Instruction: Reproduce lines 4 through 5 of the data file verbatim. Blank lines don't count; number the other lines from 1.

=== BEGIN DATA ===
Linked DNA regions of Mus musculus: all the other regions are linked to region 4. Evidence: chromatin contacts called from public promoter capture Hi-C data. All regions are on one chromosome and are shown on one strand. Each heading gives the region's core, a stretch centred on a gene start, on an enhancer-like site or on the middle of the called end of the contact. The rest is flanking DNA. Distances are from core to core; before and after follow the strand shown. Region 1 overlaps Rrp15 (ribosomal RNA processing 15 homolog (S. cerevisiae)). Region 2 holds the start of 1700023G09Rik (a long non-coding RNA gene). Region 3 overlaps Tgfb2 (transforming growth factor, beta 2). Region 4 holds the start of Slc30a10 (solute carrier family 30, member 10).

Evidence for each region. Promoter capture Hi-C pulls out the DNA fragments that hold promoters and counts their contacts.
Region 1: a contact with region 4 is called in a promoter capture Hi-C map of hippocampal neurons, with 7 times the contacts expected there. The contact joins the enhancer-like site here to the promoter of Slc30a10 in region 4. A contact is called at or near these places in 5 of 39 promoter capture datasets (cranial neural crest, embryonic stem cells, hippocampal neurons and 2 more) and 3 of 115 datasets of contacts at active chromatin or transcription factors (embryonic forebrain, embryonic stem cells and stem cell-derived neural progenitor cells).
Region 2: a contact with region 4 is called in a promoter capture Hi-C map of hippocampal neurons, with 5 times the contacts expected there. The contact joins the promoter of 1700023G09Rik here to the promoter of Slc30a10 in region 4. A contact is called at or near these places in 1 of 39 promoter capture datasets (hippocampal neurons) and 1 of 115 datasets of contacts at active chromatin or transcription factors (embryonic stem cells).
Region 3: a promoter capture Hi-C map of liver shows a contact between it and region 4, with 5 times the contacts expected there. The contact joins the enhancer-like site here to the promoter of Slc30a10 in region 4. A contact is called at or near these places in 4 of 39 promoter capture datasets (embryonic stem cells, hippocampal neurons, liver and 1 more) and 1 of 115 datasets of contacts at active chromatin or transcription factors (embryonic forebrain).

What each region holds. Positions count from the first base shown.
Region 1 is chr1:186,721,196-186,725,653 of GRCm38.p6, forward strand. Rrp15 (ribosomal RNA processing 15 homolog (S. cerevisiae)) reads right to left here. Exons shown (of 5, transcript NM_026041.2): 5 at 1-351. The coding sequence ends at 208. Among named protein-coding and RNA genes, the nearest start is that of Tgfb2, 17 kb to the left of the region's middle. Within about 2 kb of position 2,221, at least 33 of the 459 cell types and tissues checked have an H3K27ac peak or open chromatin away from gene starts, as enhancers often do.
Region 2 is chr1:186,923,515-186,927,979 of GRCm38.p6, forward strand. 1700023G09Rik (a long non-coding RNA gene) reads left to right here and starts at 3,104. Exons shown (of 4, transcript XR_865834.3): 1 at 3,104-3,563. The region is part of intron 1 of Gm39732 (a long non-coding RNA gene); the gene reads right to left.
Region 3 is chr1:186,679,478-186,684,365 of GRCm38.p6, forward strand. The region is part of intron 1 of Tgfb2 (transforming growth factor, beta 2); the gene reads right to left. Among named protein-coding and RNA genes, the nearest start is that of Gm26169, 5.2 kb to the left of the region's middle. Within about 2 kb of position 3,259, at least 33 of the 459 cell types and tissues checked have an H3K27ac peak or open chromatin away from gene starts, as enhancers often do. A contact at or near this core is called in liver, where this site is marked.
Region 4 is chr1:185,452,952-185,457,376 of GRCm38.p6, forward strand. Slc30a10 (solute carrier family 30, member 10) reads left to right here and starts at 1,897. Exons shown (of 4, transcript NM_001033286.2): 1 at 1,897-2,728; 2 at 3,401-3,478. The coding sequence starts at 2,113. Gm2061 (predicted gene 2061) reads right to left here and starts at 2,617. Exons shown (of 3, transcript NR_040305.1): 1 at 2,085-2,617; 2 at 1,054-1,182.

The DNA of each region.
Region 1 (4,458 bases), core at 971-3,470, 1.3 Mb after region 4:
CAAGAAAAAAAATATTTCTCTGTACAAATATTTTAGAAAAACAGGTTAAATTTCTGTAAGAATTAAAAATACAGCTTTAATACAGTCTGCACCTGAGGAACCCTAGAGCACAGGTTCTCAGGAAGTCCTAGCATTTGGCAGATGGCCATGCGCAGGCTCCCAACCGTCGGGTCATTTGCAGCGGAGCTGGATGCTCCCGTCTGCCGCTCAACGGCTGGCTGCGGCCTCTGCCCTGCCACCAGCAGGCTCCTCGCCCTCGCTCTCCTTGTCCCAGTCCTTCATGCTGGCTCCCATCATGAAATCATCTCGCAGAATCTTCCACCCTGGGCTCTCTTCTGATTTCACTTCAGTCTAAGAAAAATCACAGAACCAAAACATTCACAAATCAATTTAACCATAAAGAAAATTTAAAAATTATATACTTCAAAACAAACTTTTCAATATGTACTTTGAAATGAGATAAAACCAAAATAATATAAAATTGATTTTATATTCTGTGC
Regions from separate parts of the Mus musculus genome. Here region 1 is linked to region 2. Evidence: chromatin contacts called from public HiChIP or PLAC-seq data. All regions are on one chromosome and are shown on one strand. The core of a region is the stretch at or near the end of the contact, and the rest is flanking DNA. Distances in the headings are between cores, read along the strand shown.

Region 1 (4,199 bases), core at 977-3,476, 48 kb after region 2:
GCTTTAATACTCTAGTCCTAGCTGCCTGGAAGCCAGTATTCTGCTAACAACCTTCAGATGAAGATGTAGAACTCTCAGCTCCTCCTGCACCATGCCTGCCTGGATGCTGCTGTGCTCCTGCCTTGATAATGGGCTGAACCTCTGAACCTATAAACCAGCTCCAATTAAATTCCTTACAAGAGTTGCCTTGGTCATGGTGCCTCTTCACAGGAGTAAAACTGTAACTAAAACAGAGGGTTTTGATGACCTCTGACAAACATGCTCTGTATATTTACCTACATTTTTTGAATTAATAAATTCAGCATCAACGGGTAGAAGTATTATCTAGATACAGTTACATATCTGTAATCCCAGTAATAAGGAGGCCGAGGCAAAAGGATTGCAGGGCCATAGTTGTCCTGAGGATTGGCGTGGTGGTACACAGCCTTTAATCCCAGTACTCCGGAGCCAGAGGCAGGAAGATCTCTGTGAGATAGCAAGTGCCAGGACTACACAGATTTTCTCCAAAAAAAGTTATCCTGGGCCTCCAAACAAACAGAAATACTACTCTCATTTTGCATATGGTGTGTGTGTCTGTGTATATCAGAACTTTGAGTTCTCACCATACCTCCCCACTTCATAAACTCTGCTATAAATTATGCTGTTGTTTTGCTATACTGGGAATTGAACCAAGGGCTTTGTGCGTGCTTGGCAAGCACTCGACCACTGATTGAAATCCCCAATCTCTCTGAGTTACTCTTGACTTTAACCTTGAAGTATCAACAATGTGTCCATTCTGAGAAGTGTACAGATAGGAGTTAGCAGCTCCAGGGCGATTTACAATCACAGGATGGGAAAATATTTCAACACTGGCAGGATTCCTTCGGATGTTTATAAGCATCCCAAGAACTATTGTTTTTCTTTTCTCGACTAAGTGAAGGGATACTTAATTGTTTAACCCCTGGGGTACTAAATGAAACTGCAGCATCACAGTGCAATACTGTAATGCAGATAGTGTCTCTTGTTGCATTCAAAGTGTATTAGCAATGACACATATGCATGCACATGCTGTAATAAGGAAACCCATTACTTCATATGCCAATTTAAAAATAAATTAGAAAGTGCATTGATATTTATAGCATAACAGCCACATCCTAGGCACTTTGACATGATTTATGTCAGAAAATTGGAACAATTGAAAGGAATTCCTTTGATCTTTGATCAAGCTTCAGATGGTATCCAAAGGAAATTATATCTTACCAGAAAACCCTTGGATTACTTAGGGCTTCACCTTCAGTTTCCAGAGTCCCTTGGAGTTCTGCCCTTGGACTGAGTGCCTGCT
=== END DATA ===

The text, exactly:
Region 2: a contact with region 4 is called in a promoter capture Hi-C map of hippocampal neurons, with 5 times the contacts expected there. The contact joins the promoter of 1700023G09Rik here to the promoter of Slc30a10 in region 4. A contact is called at or near these places in 1 of 39 promoter capture datasets (hippocampal neurons) and 1 of 115 datasets of contacts at active chromatin or transcription factors (embryonic stem cells).
Region 3: a promoter capture Hi-C map of liver shows a contact between it and region 4, with 5 times the contacts expected there. The contact joins the enhancer-like site here to the promoter of Slc30a10 in region 4. A contact is called at or near these places in 4 of 39 promoter capture datasets (embryonic stem cells, hippocampal neurons, liver and 1 more) and 1 of 115 datasets of contacts at active chromatin or transcription factors (embryonic forebrain).